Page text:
Another goodie from Roger Bernhardt. Don’t forget to read his thoughtful comments at the end. Remember that other states don’t always give borrowers “free rides” on deficiencies.
Daily Development for Monday, September 21, 2009
by: Patrick A. Randolph, Jr.
Elmer F. Pierson Professor of Law
UMKC School of Law
Of Counsel: Husch Blackwell Sanders
Kansas City, Missouri
MORTGAGES; PREDATORY LENDING; HOEPA: Payment of prepayment and settlement costs to dispose of preexisting loans cannot be included in interest rate computation to trigger duties of lenders under HOEPA.
Holbert v Fremont Inv. & Loan 179 CA4th 1067 (2009)
Holbert sued her lender, then Fremont Investment Loan, and her loan broker, Samantha Pham, owner of California Real Estate Investments & Loans, Inc. (CREIL), for violation of the federal Truth in Lending Act (TILA) (15 USC §§1601-1693r), as amended by the Home Ownership and Equity Protection Act of 1994 (HOEPA) (15 USC §§1602(aa), 1639).
The trial court found that HOEPA was inapplicable and granted summary judgment for Fremont on the several claims based on HOEPA. Holbert obtained terminating sanctions against Pham and CREIL and, after entering their defaults, obtained a judgment against them. In December 2007, the trial court entered judgment of dismissal in favor of Fremont. The court of appeal affirmed in an opinion certified for publication as to Part II concerning the HOEPA claims.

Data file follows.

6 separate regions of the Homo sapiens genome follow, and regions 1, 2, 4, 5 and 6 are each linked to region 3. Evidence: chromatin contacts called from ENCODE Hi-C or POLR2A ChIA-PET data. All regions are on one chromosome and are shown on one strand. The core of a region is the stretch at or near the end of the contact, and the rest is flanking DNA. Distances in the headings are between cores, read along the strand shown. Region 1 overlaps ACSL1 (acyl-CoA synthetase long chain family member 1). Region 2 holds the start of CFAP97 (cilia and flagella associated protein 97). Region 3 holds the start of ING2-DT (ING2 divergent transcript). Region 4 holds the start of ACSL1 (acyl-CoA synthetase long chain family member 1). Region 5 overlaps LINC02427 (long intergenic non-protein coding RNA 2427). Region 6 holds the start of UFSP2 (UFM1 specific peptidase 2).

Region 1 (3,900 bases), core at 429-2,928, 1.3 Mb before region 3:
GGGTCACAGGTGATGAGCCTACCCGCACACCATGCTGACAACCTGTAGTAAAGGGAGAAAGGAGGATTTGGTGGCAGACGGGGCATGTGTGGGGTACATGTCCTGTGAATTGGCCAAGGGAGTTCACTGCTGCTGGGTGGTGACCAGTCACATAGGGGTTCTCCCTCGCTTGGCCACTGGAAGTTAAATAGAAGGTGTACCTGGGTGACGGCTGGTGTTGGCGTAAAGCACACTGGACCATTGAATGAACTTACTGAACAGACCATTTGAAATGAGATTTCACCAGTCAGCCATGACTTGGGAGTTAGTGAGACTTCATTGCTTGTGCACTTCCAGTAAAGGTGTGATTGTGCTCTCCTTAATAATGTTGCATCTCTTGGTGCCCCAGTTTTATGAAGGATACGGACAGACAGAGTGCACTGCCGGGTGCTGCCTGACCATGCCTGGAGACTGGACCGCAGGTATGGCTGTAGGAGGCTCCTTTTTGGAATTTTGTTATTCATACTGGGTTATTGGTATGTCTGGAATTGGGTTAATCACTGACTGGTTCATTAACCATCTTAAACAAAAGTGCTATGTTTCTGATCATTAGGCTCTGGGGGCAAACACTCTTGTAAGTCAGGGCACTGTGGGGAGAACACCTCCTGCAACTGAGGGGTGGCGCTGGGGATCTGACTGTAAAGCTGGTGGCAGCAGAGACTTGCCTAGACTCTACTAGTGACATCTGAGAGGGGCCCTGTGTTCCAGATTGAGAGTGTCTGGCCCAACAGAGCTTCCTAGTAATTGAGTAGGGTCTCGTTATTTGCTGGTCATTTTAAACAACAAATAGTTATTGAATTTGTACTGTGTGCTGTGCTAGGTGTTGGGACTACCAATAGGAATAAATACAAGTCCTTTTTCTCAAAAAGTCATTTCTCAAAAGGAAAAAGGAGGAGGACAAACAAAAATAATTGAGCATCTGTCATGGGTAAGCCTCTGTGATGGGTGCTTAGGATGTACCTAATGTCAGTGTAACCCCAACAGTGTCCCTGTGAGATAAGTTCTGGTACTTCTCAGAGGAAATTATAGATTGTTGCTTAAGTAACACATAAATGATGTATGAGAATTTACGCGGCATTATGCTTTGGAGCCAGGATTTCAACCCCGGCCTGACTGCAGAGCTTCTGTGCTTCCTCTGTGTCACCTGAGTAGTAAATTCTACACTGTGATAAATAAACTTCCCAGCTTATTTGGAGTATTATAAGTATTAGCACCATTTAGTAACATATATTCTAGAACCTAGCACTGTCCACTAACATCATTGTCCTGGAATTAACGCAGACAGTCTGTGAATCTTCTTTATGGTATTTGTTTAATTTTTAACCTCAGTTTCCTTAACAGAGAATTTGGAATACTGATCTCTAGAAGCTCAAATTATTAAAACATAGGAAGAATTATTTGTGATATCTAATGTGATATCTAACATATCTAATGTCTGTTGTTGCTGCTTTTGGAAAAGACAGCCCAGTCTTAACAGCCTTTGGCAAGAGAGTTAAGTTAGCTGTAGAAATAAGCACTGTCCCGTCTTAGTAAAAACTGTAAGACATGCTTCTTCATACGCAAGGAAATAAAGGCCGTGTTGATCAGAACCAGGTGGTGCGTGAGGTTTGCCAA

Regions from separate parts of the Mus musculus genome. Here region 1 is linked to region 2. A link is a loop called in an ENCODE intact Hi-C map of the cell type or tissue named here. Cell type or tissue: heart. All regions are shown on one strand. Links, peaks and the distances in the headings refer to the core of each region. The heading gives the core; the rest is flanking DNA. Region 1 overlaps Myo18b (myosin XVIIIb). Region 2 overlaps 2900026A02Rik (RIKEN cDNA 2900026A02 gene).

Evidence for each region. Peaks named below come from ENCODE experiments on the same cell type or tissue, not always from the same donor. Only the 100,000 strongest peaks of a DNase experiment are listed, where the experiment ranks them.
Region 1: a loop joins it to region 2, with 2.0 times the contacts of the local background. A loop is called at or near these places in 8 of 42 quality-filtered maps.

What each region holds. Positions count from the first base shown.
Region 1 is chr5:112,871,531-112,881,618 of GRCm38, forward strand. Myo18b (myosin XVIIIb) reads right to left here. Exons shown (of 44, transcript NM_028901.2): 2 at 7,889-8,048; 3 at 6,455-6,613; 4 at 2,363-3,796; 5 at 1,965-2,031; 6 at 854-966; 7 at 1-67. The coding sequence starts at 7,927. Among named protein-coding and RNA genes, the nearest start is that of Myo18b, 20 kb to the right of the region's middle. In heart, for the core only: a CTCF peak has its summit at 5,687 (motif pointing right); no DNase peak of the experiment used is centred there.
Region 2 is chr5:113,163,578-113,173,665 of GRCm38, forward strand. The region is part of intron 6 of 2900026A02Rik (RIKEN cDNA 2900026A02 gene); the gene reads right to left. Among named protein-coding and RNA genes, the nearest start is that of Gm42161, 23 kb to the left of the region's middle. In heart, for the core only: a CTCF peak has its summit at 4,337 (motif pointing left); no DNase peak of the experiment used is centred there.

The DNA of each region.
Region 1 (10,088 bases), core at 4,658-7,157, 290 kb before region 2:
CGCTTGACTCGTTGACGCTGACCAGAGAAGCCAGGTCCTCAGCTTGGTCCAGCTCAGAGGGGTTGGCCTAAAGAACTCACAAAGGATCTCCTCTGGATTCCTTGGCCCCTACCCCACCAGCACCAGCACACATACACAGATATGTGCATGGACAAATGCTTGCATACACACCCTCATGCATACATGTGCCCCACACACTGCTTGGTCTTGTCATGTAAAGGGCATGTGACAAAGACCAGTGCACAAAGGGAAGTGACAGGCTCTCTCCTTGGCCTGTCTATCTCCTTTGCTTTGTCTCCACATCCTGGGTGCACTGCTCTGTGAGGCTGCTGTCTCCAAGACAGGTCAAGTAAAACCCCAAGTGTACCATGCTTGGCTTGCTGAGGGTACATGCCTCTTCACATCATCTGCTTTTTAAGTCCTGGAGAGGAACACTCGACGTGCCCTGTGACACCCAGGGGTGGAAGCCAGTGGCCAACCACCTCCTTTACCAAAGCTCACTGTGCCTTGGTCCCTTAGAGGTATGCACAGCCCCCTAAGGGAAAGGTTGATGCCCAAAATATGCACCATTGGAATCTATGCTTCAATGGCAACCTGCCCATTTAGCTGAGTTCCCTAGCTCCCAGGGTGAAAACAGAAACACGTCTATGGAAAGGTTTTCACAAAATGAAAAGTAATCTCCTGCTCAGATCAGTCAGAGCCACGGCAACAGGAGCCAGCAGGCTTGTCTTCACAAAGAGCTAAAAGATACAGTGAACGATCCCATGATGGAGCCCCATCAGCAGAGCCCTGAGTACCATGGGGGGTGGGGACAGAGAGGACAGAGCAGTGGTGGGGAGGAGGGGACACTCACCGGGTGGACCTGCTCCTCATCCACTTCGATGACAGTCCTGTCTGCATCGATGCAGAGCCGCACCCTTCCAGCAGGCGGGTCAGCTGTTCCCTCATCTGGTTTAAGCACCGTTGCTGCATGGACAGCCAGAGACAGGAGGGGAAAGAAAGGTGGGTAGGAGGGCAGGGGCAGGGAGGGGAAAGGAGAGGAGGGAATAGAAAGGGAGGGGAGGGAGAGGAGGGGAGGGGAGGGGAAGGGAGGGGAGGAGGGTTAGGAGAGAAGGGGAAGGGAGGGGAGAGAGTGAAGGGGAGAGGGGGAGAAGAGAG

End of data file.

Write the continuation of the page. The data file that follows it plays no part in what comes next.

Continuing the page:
Between her husband's death in 2003 and February 2005, Holbert refinanced her home loan three times to pay off the prior loans, other debts that had accrued since the last refinance, and the fees and charges of the new loan. The first refinancing was with Ameriquest in 2003; the second with World Savings in June 2004; and the third with New Century Mortgage in February 2005. Holbert's monthly payment on the New Century loan was $943.50. In 2005, Holbert was over age 65, unemployed (though previously certified as a notary), and living on Social Security benefits of $1137 per month. Having decided that she could not afford the monthly payment, Holbert listed her home for sale in June 2005.
On June 7, 2005, Holbert informed an employee of CREIL of her fixed income and that Holbert was interested in refinancing only if it would reduce the monthly payment pending the sale of Holbert's home. On July 1, 2005, Holbert informed Pham of Holbert's current monthly payment, fixed income, and need for a single payment including taxes and insurance.
Pham assured Holbert that the Fremont loan application and documents would be consistent with the information provided to CREIL by Holbert, that the loan proceeds could be used to make monthly payments on the loan pending sale, and that Pham would assist Holbert in selling the refinanced home. The loan application submitted by Pham listed the value of Holbert's home as $265,000 and represented Holbert's monthly income as including $4800 per month as a self-employed notary. (!!!!)